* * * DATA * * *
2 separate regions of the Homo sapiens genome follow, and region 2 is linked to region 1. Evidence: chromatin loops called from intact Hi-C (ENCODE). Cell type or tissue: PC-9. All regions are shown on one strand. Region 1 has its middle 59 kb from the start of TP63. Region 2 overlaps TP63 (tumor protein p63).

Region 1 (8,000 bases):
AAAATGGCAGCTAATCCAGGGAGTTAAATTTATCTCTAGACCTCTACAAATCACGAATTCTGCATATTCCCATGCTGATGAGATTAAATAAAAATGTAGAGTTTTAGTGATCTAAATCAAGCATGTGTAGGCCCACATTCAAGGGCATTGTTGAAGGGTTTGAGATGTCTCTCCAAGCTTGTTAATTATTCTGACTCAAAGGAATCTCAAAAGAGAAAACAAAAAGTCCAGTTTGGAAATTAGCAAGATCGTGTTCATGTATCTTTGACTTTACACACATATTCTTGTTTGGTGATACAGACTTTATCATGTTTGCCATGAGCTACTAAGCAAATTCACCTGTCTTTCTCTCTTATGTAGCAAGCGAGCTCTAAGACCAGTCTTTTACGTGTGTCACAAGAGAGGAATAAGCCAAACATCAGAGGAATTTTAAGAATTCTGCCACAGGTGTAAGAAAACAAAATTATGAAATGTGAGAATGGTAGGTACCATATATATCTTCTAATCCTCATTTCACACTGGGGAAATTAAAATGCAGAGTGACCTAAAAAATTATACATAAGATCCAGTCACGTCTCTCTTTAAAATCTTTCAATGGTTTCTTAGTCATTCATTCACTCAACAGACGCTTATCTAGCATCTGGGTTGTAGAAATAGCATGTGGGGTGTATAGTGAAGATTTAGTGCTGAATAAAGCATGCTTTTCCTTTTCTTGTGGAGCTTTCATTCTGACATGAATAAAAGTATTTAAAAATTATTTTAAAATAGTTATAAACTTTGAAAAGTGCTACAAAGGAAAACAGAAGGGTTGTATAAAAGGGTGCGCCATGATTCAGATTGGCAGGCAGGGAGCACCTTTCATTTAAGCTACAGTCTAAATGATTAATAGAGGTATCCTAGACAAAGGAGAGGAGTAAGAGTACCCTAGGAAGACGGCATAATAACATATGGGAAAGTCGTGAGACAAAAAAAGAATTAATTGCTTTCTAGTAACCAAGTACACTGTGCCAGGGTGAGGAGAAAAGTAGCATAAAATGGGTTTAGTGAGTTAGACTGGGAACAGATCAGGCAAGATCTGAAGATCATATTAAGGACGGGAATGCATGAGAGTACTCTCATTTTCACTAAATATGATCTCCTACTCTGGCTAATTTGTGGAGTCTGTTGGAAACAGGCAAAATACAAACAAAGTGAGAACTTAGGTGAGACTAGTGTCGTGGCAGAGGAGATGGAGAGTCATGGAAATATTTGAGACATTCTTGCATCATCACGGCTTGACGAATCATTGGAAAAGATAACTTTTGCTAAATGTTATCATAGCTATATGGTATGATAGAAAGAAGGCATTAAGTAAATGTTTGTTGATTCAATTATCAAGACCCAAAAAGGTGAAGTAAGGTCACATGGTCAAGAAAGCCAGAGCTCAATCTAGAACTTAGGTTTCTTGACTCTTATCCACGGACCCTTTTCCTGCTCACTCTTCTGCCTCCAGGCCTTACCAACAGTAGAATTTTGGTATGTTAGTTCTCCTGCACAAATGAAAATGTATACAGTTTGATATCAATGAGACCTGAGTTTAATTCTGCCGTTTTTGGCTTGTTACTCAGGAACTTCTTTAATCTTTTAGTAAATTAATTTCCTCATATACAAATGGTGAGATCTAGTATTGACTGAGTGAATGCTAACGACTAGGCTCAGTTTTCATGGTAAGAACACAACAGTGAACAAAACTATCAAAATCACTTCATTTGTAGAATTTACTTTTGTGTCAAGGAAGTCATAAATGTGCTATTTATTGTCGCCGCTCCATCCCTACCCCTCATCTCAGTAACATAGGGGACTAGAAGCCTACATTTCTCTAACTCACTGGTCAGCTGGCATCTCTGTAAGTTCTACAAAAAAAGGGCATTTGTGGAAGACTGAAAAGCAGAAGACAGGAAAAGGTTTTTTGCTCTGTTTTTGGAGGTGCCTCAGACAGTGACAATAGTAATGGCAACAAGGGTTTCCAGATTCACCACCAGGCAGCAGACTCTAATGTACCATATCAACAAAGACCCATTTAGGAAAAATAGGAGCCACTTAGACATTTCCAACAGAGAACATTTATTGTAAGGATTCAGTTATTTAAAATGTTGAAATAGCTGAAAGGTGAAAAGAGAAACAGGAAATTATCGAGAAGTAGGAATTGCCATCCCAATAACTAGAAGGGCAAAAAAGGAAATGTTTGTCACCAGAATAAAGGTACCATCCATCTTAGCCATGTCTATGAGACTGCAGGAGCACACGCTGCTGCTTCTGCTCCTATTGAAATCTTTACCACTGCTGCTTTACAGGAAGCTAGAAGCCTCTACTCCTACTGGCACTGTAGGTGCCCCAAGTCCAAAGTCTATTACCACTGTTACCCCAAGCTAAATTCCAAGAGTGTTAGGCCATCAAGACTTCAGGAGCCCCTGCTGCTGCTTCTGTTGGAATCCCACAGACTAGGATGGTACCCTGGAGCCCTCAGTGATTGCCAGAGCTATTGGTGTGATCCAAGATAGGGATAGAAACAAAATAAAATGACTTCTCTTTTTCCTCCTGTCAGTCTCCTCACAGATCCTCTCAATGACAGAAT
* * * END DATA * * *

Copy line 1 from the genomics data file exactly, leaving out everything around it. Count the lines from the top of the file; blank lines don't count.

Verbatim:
2 separate regions of the Homo sapiens genome follow, and region 2 is linked to region 1. Evidence: chromatin loops called from intact Hi-C (ENCODE). Cell type or tissue: PC-9. All regions are shown on one strand. Region 1 has its middle 59 kb from the start of TP63. Region 2 overlaps TP63 (tumor protein p63).